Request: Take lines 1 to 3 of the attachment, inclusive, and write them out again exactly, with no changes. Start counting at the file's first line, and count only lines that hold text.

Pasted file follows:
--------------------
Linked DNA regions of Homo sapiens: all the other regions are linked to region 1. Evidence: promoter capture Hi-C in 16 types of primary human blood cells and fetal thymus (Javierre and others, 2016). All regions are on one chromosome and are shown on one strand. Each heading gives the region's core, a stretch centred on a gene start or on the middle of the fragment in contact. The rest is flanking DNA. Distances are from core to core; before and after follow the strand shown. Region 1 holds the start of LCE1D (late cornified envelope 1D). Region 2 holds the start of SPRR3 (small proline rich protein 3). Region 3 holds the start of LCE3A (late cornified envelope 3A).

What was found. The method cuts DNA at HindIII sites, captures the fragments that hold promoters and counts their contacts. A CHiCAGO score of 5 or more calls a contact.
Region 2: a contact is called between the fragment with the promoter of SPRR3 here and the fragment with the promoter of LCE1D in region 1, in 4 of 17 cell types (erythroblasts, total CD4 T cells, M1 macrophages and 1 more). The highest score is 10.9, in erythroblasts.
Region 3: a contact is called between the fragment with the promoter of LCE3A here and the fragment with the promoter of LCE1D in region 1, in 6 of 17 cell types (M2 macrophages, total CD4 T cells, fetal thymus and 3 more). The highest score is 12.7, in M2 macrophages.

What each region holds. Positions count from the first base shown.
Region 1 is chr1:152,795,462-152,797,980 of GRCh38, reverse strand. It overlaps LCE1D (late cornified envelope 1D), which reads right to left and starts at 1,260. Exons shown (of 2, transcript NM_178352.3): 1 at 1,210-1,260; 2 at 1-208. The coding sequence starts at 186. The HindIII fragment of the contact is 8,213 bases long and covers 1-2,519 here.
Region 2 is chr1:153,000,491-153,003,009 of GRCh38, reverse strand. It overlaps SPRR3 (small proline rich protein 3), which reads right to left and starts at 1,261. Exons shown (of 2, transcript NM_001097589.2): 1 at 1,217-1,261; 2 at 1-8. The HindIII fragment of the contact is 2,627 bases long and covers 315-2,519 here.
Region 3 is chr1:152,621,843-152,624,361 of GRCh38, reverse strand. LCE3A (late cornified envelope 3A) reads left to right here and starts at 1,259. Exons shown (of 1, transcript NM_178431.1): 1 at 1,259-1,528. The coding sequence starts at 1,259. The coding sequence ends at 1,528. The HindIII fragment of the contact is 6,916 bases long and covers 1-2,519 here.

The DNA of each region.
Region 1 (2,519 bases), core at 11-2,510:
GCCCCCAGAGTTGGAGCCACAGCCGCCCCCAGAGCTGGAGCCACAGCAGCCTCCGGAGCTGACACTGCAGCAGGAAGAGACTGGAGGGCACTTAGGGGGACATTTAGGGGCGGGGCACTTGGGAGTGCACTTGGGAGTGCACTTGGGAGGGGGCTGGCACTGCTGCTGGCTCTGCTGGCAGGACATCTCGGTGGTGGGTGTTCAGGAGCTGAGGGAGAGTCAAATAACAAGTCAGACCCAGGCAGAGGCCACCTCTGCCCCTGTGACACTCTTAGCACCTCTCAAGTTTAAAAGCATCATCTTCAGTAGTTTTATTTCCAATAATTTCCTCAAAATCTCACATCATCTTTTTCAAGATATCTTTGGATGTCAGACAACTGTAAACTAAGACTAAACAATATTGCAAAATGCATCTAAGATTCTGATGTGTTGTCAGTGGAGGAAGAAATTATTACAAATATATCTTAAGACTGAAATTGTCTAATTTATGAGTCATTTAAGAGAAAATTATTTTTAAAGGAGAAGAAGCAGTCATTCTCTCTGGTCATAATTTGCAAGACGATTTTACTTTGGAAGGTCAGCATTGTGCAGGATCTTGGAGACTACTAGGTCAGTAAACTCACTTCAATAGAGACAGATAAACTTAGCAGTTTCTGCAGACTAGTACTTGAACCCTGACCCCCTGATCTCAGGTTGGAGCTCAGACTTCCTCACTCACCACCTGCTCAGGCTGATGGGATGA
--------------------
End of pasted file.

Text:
Linked DNA regions of Homo sapiens: all the other regions are linked to region 1. Evidence: promoter capture Hi-C in 16 types of primary human blood cells and fetal thymus (Javierre and others, 2016). All regions are on one chromosome and are shown on one strand. Each heading gives the region's core, a stretch centred on a gene start or on the middle of the fragment in contact. The rest is flanking DNA. Distances are from core to core; before and after follow the strand shown. Region 1 holds the start of LCE1D (late cornified envelope 1D). Region 2 holds the start of SPRR3 (small proline rich protein 3). Region 3 holds the start of LCE3A (late cornified envelope 3A).

What was found. The method cuts DNA at HindIII sites, captures the fragments that hold promoters and counts their contacts. A CHiCAGO score of 5 or more calls a contact.
Region 2: a contact is called between the fragment with the promoter of SPRR3 here and the fragment with the promoter of LCE1D in region 1, in 4 of 17 cell types (erythroblasts, total CD4 T cells, M1 macrophages and 1 more). The highest score is 10.9, in erythroblasts.